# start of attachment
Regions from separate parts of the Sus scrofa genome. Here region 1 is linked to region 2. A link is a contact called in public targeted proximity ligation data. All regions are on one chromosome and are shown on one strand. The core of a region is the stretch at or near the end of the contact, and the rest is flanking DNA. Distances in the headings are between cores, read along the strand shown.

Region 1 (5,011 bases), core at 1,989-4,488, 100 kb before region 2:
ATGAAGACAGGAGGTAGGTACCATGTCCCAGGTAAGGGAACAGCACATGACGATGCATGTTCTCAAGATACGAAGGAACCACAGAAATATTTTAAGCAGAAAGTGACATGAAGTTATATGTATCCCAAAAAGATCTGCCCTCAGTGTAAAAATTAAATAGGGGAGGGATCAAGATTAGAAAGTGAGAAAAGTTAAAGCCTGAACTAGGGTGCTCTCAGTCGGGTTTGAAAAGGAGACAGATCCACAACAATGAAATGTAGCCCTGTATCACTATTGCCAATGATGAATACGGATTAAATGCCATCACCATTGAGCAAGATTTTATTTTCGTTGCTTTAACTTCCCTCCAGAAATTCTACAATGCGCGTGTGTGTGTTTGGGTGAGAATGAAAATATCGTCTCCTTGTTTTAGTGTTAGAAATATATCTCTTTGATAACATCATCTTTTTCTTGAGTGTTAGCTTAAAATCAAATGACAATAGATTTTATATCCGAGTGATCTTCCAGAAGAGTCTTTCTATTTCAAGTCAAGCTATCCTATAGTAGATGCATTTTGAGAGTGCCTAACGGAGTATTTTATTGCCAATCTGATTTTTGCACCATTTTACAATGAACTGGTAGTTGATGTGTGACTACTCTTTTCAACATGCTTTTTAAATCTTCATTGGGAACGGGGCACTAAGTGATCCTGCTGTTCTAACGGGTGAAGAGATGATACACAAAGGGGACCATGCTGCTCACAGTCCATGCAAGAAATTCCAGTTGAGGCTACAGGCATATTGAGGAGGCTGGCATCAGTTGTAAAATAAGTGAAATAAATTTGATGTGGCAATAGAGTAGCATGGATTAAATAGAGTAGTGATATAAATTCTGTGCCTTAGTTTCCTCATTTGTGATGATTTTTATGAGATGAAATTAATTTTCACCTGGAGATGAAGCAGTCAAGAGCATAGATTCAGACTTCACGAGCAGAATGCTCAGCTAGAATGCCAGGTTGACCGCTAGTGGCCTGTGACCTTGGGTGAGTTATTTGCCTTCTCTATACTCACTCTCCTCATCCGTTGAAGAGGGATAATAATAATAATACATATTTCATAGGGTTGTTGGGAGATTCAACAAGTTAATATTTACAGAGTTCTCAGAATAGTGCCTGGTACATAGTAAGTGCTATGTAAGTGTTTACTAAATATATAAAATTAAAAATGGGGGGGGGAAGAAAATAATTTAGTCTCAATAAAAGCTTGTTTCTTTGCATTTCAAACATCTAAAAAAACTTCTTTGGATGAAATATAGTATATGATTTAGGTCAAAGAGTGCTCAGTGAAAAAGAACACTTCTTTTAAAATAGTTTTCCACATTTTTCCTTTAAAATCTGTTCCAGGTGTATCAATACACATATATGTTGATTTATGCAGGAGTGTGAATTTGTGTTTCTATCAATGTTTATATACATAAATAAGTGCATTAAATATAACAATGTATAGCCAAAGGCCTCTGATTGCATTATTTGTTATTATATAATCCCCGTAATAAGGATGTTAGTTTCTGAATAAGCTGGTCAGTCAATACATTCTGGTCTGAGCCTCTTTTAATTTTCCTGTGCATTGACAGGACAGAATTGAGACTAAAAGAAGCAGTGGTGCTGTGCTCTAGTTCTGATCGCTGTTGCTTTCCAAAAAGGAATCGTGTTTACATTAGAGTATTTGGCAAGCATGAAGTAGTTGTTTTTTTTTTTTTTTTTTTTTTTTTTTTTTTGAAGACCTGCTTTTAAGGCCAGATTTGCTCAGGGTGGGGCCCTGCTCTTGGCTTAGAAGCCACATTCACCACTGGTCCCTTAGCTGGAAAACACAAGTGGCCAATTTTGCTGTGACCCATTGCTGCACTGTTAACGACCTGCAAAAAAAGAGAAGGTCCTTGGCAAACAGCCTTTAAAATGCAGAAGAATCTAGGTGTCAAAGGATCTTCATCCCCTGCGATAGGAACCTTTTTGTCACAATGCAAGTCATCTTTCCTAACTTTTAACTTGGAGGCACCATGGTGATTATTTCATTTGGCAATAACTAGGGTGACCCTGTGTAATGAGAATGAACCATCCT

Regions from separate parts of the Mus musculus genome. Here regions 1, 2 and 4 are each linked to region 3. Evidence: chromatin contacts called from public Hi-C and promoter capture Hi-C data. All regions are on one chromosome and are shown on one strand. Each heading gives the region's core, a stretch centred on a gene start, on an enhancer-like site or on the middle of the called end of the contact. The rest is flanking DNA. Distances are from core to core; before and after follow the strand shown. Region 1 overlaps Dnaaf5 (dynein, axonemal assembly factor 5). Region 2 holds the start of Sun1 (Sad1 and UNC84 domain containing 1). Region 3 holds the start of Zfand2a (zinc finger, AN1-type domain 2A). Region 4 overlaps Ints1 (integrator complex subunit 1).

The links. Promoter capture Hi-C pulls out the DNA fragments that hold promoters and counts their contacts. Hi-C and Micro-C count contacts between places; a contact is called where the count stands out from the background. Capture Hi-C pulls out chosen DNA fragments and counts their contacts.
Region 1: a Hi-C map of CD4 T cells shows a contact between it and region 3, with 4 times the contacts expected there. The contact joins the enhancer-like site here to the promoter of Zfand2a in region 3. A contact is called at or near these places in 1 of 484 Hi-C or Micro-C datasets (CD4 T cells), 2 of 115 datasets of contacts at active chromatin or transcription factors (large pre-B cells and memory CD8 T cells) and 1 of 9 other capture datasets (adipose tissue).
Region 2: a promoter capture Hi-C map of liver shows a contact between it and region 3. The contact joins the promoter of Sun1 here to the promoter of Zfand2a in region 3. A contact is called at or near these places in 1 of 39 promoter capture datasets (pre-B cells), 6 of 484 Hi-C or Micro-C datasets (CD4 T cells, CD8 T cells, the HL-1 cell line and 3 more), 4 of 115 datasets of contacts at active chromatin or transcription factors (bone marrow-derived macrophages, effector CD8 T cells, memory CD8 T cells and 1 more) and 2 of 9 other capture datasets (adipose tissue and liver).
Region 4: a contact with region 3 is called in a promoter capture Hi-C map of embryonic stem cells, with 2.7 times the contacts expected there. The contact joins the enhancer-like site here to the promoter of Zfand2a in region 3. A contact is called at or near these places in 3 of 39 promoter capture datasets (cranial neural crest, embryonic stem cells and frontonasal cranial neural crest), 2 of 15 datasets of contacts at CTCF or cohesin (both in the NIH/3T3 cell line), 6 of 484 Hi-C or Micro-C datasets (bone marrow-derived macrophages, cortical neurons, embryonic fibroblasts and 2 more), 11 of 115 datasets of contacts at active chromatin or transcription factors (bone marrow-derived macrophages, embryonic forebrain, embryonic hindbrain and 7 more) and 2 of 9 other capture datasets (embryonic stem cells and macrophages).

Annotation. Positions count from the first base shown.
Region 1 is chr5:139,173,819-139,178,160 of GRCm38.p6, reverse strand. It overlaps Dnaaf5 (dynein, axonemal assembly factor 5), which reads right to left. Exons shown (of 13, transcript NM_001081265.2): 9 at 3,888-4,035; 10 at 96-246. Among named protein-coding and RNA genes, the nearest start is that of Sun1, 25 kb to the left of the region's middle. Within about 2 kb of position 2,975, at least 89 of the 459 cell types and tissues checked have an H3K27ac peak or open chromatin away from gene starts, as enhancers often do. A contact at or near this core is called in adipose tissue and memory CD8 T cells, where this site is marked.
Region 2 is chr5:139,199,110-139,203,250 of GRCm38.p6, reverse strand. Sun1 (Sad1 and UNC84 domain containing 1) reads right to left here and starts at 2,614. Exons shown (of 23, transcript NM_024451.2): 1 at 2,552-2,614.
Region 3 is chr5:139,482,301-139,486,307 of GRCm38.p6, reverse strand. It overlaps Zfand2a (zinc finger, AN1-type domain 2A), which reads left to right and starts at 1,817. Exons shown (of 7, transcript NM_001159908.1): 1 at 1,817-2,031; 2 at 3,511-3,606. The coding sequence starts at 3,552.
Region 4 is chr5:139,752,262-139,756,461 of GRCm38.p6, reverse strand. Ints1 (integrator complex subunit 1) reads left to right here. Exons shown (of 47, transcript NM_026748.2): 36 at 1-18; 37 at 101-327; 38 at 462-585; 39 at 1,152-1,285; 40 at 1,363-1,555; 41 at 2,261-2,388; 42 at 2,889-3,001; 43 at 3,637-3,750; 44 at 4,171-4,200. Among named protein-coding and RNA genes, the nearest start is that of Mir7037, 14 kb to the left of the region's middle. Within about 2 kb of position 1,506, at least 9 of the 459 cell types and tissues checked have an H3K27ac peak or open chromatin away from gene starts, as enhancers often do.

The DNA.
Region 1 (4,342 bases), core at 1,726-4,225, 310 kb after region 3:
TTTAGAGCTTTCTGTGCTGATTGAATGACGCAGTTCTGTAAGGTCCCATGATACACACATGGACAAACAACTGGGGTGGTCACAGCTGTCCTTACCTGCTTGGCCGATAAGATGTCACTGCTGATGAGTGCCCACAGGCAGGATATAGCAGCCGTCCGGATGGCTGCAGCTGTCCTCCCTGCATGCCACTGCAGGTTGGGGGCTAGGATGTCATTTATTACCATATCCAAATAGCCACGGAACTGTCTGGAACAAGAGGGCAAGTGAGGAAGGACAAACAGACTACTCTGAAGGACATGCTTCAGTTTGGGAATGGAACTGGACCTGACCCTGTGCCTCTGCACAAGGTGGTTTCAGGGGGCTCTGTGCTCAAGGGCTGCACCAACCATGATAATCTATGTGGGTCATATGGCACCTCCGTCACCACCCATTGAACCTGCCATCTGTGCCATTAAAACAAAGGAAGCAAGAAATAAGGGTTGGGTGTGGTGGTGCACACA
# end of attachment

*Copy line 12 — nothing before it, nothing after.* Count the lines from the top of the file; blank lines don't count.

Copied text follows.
Region 3 is chr5:139,482,301-139,486,307 of GRCm38.p6, reverse strand. It overlaps Zfand2a (zinc finger, AN1-type domain 2A), which reads left to right and starts at 1,817. Exons shown (of 7, transcript NM_001159908.1): 1 at 1,817-2,031; 2 at 3,511-3,606. The coding sequence starts at 3,552.